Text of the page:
Search Results: "Ellen E. Schultz"


BOOK REVIEW

NON-FICTION
Released: Sept. 15, 2011

"Essential reading for anyone who works for a living."
A blistering examination of corporate greed and avarice. Read full book review >

BLOG POST

ELLEN ULLMAN
by Gregory McNamee

A thinking machine, grumbled the tradition-minded British writer G. K. Chesterton, “is a brainless phrase of modern fatalism and materialism.” He added, “A machine only is a machine because it cannot think.”

But that was at the turn of the last century. A dozen decades later, thinking machines are among us, machines that learn from our behavior and ...


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BLOG POST

ELLEN OH
by Alex Heimbach

Like most writers, Ellen Oh was an avid reader growing up. “Books were always my friends,” she says. At least until second grade, when her teacher read The Five Chinese Brothers to the class. Afterwards, her classmates taunted her with racial slurs, and one boy tried to paint her skin yellow because she was "the wrong color for a ...


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BOOK REVIEW

NON-FICTION
Released: March 1, 1994

"You've heard all this New Age-speak before, but the individual stories—most of them lively and fresh—save Schultz's rendering from being trite."
Mixing Jungian psychology and New Age physics with the homespun philosophies of successful entrepreneurs, business-writer Schultz (coauthor: Cashing Out, 1991—not reviewed) concludes that if you want to succeed in life, you have to be willing to follow your gut when making decisions. Read full book review >

BOOK REVIEW

NON-FICTION
Released: Sept. 1, 1998

"Schultz handles all of this melodramatic material with vigor and clarity, a first-rate addition to the bulging shelves of Civil War Studies. (b&w photos, not seen)"
Schultz, the author of a series of well-received works of narrative history (Quantrill's War, 1996; Over the Earth I Come, 1992, etc.) concerned with America in the turbulent 19th century, adds another with this wonderfully vivid portrait of Confederate attempts to stir up rebellion in the North during the war's waning days—efforts that even included a chilling but unsuccessful attempt at germ warfare. Read full book review >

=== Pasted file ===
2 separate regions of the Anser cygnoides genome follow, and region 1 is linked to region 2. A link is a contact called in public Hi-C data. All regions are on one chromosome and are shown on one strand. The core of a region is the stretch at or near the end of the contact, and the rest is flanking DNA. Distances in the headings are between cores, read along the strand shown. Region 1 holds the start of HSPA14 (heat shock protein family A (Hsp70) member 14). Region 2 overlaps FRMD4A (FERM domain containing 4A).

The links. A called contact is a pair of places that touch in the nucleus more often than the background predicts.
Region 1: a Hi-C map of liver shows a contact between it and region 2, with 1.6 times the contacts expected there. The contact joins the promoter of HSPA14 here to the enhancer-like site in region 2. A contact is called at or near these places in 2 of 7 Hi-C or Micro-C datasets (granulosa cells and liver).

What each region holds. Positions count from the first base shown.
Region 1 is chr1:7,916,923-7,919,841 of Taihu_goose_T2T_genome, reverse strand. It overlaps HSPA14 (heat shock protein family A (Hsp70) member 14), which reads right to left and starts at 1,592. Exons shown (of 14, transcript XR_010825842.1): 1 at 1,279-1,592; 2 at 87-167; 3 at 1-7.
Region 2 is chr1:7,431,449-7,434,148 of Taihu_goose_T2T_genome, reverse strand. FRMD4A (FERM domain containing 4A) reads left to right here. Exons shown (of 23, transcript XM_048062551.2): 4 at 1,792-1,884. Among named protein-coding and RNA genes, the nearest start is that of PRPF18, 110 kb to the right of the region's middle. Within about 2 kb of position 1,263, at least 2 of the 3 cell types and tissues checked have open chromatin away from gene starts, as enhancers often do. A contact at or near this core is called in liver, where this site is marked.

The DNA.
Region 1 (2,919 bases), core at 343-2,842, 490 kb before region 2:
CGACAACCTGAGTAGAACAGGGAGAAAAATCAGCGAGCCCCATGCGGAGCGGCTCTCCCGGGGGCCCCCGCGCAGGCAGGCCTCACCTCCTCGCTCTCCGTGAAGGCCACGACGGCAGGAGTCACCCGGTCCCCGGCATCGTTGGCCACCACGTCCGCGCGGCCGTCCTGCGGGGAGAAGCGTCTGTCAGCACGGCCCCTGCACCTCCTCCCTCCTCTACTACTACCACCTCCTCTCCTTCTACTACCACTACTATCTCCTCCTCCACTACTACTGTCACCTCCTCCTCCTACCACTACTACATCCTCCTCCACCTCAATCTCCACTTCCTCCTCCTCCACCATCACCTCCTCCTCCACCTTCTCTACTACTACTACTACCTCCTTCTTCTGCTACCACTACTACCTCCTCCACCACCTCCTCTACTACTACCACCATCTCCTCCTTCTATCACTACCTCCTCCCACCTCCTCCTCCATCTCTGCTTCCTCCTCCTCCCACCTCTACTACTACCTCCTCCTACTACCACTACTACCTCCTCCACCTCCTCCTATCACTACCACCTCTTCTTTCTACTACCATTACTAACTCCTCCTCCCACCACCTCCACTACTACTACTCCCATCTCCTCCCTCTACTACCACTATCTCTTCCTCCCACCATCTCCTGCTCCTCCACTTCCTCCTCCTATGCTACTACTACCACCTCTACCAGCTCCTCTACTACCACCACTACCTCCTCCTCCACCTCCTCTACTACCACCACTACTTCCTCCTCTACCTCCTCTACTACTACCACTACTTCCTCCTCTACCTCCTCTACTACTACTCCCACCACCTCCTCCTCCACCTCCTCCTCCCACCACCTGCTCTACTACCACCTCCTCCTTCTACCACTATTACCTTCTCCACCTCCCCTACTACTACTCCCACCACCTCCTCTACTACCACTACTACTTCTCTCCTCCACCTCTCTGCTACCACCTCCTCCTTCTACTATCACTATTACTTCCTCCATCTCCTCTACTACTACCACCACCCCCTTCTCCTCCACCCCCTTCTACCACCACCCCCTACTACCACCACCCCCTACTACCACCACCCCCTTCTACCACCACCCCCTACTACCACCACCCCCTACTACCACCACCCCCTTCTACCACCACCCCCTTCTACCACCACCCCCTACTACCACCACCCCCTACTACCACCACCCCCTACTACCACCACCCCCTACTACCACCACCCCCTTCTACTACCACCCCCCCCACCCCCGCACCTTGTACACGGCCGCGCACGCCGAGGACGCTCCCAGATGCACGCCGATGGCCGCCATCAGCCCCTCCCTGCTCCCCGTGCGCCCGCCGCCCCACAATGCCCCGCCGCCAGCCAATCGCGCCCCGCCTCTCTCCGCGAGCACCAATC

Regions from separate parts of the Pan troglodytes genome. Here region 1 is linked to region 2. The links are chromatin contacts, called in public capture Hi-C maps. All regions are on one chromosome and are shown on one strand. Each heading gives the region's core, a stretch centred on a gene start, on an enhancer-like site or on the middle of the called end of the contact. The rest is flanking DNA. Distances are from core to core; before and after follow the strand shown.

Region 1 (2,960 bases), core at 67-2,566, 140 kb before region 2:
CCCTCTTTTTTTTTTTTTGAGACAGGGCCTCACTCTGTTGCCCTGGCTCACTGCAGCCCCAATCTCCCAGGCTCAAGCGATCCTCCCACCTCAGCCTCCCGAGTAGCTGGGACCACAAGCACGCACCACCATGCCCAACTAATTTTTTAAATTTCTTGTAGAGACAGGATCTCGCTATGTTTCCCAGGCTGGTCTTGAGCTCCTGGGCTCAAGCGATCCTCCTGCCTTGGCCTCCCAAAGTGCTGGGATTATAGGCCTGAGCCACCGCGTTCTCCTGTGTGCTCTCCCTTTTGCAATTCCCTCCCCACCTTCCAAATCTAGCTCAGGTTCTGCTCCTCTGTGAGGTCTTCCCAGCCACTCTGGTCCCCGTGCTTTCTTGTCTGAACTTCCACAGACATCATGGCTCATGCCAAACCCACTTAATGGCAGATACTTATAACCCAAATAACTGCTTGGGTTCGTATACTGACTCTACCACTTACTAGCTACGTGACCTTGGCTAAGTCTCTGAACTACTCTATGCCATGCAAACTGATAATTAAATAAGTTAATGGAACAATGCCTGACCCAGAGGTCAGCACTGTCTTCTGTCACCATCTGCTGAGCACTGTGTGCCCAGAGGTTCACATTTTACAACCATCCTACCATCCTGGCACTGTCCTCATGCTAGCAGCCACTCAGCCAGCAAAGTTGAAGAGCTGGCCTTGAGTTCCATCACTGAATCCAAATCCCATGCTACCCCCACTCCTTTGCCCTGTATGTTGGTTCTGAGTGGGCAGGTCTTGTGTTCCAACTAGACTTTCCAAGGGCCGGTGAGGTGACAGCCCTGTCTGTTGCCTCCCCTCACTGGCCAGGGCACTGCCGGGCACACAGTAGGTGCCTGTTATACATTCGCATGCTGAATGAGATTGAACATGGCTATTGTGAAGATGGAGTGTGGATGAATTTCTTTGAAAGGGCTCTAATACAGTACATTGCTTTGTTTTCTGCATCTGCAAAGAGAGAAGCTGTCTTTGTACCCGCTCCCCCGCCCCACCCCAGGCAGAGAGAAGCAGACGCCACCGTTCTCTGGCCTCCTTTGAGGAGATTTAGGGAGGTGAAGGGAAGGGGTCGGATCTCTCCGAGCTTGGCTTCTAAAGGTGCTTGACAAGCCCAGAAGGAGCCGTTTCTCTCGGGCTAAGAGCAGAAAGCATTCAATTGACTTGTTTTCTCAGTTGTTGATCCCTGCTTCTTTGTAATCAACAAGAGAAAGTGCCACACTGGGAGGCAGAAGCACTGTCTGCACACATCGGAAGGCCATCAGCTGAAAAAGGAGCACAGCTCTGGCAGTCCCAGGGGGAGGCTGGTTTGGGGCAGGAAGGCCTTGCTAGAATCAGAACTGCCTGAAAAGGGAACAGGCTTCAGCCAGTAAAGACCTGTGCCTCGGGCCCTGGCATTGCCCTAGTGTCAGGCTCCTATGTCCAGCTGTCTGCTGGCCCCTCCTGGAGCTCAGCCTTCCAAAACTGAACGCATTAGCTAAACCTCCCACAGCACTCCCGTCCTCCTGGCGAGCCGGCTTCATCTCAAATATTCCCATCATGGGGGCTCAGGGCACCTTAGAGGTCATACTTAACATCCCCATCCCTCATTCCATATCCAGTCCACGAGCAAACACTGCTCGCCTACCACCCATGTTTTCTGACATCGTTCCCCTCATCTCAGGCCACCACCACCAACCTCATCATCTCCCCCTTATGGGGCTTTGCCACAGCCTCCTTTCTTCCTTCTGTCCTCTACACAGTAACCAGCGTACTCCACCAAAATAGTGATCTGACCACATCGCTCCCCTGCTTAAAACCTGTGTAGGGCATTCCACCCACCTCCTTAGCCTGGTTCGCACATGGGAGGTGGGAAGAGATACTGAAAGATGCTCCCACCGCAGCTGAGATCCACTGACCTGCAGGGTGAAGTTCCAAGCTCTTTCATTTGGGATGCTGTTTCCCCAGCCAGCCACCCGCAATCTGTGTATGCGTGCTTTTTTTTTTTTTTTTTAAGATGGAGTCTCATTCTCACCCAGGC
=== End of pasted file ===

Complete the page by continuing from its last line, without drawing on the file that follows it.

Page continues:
BOOK REVIEW

NON-FICTION
Released: Nov. 1, 2001

"It may be impossible to write a dull book about Civil War battles, and this one is certainly enjoyable—but it's history lite nonetheless."
Two Civil War victories by the Union make this date the most important July 4 in US history—quibblers should know that the Declaration of Independence wasn't signed on Independence Day. Read full book review >

BOOK REVIEW

NON-FICTION
Released: March 17, 1992

"Skillfully interwoven from personal and local histories and contemporary accounts—an intimate view of desperation and bloodshed on the Great Plains that's as poignant as it is tragic. (Eight pages of illustrations.)"
Another sad chapter in the history of the American West sharply and colorfully rendered by Schultz in a fitting successor to his vivid Month of the Freezing Moon (1990). Read full book review >

BOOK REVIEW

STYLL IN LOVE by Rob Schultz
FICTION & LITERATURE
Released: May 1, 1998

"An ambitious but muddled tale that tries but fails to create a convincingly modern myth of redemption."
A first novel that strains for profundity as a young husband explores the meaning of love and death after his wife flees to the Canadian woods. Read full book review >

BOOK REVIEW

NON-FICTION
Released: March 26, 2013

"A flawed but stylistic story that uses the elements of a terrible crime to fuel a meditation on Western culture."
A journalist speculates on the true, if blurry story behind one of America's largest manhunts. Read full book review >